NYPD officer arrested on Long Island, accused of selling oxycodone pills

CENTRAL ISLIP, Long Island (WABC) -- An NYPD officer has been arrested for his alleged involvement in a drug ring on Long Island.

Officer Joseph Recca, 28, of West Islip, was arraigned Wednesday and is accused of selling oxycodone-hydrochloride pills.

Michael Sosa, of Brentwood, and Michael Corbett, of West Islip, were also arrested. All three are charged with conspiracy, drug sales and drug possession.

"This is an NYPD officer who, along with two co-conspirators, was allegedly involved in operating a local drug distribution network in our community, which is very disturbing," District Attorney Tim Sini said. "Our message is consistent: If you are dealing drugs in Suffolk County, we are coming for you, and no one is above the law. No matter what position you hold in our community, we will hold you accountable if you violate the law."

Prosecutors said they learned of Recca's alleged involvement after going through the phone of a man who died of an overdose in Copiague in September. They said they found texts between the victim and Recca -- a three-year NYPD veteran assigned to the 25th Precinct in Harlem -- and that it was clear the victim had been obtaining pills through Recca.

"Policing is a privilege," NYPD Commissioner Dermot Shea said. "Corruption, in all forms, is intolerable within the NYPD. In tarnishing his shield and oath, this officer will be held to the highest account the law provides."

Eyewitness News reporter Kristin Thorne spoke exclusively with the mother of the victim, 28-year-old Ryan Bornschein.

Jessica Bornschein said after her son's overdose, she battled with investigators for five months to get his cell phone. She knew a clue into her son's death could be on the phone.

"I received my son's phone back in the mail and I read through it," she said. "And in one hour, I knew."

Bornschein said she saw correspondence with Recca, looked him up ,and found out that he was an NYPD officer -- so she alerted the investigators with the NYPD's Internal Affairs Bureau.

"As far as I'm concerned, Jessica is a hero not only to the memory of her son, but to all of us for doing what she did to stop this," her attorney, Joseph Dell, said.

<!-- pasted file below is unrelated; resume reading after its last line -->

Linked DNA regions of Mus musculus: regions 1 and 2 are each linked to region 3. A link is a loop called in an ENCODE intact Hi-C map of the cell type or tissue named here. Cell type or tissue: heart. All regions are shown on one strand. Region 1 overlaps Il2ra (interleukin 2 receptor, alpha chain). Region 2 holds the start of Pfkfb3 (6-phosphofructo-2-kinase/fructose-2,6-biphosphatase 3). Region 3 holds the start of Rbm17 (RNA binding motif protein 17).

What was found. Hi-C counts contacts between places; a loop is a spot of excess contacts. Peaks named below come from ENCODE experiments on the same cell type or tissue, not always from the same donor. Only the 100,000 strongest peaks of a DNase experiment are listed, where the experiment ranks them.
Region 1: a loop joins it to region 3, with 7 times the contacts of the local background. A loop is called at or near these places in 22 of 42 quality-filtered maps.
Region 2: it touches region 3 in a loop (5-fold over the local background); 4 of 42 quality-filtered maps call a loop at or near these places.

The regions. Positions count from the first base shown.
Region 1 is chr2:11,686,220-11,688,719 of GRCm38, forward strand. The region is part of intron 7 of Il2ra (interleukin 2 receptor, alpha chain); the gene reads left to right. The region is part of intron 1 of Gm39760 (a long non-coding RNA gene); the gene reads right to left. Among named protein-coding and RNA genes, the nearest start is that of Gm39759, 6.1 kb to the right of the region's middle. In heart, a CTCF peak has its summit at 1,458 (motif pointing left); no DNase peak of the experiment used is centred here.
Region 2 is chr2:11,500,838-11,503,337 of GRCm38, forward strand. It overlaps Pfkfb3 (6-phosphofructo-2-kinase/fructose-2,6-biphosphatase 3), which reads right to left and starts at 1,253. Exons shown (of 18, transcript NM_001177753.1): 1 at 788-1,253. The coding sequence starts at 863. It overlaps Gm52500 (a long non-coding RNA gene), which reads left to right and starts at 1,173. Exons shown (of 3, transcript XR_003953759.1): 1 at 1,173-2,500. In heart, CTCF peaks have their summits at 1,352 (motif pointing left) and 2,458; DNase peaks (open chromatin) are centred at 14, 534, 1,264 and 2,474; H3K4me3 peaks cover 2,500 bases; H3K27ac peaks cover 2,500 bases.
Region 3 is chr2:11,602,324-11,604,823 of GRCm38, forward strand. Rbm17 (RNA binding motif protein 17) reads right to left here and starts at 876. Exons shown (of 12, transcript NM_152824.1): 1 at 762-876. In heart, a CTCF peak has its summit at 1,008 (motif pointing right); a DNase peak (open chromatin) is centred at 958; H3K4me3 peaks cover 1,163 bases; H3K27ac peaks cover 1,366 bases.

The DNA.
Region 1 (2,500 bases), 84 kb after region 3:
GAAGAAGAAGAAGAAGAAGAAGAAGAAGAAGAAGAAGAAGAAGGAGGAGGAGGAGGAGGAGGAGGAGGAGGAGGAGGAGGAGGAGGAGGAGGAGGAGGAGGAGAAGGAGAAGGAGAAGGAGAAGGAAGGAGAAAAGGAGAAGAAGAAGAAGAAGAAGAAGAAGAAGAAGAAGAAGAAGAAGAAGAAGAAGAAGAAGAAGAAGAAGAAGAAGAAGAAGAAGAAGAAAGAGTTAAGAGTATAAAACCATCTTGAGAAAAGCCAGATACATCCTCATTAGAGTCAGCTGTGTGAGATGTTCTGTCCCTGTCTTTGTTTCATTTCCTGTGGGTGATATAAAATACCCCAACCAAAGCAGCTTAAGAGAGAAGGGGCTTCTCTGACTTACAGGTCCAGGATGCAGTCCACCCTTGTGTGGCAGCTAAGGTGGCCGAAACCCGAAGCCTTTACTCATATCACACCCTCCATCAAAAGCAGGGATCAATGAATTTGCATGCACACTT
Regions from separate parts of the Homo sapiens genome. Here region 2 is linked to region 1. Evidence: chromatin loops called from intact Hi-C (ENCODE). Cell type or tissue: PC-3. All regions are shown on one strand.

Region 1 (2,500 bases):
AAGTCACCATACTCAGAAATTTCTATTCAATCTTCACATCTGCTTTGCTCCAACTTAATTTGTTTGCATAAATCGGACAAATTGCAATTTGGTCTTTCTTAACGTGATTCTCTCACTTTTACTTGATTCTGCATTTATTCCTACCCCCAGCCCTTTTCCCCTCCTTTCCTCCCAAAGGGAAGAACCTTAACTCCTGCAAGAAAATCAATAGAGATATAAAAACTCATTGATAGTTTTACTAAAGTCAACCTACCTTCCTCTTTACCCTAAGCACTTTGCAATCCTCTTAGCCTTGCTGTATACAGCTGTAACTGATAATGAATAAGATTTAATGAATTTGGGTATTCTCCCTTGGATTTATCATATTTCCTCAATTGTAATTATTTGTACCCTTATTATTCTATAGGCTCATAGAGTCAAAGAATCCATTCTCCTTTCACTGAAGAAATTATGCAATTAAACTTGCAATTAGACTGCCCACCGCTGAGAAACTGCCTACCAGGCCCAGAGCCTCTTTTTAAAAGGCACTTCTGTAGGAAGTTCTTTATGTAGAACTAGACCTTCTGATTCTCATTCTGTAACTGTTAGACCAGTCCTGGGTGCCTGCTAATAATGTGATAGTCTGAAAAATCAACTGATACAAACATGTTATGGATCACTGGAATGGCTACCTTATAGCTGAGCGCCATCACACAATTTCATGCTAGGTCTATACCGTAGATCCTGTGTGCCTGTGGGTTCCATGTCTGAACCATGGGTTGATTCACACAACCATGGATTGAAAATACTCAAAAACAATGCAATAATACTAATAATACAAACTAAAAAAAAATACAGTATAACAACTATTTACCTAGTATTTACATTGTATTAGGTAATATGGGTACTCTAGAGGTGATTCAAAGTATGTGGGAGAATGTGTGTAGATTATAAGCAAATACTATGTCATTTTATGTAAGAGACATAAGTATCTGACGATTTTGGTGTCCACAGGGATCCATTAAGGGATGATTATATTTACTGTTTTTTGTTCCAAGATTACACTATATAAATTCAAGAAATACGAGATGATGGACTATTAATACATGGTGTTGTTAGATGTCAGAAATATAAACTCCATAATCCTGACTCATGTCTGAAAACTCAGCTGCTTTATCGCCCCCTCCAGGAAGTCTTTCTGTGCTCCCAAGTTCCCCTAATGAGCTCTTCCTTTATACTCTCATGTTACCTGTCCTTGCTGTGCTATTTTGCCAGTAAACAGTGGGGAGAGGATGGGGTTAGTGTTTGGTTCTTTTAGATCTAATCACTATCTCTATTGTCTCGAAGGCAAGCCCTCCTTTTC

In June, prosecutors began conducting surveillance of Recca, Corbett and Sosa.

Prosecutors said Recca became suspicious that he was being followed and used the NYPD license plate reader technology to run the license plate of one of the cars involved in the surveillance. For that reason, Recca is also facing charges of official misconduct.

Investigators said they seized 100 oxycodone-hydrochloride pills from a hidden compartment in Recca's car. Officers arrested Recca Tuesday as he was leaving Sosa's house in Brentwood, allegedly on his way to Corbett's house.

"Together, law enforcement will continue to hold officers like Recca accountable for the damage they inflict not only on the communities that they swore to protect, but to the badge that we are all so proud to wear," Suffolk County Police Commissioner Geraldine Hart said.

Prosecutors said Recca told police in a written statement that he purchased the pills from Sosa to resell them to Corbett.

Police said Corbett primarily sold the pills out of his home on Hunter Avenue in West Islip.

Investigators said it does not appear that Sosa and Corbett knew each other and that Recca was the middle man and would also supply Corbett with drugs for Corbett's personal use.

Sini said investigators seized pills from the residences of both Sosa and Corbett.

"We are still waiting for lab reports to come back on what we've seized in this investigation," he said. "We would not be surprised if this turns out to be fentanyl-pressed pills."

Prosecutors said the men may have been advertising the pills as oxycodone, but the pills may not have been pure oxycodone.

Bornschein said her son's autopsy showed he had no oxycodone in his system.

The three men pleaded not guilty Wednesday. Recca did not have an attorney at his virtual arraignment at Suffolk District Court in Central Islip.

Judge James Saladino told Recca he was saddened that he had to perform an arraignment for a police officer.

"It is a sad day indeed," he said.

Saladino did not set monetary bail for Recca but ordered him to be placed on GPS monitoring. Recca was to be suspended for 30 days without pay, which is standard, but the department said Thursday that he had resigned.

Investigators have not determined whether Recca supplied the drugs that killed Ryan Bornschein on September 3, 2019.

Bornschein is planning wrongful death lawsuits against Recca and the NYPD.

"I'm at the stage where I'm angry about everything, but especially angry that it's an officer," she said.

Dell said they believe Recca may have used NYPD technology during his alleged drug sales.

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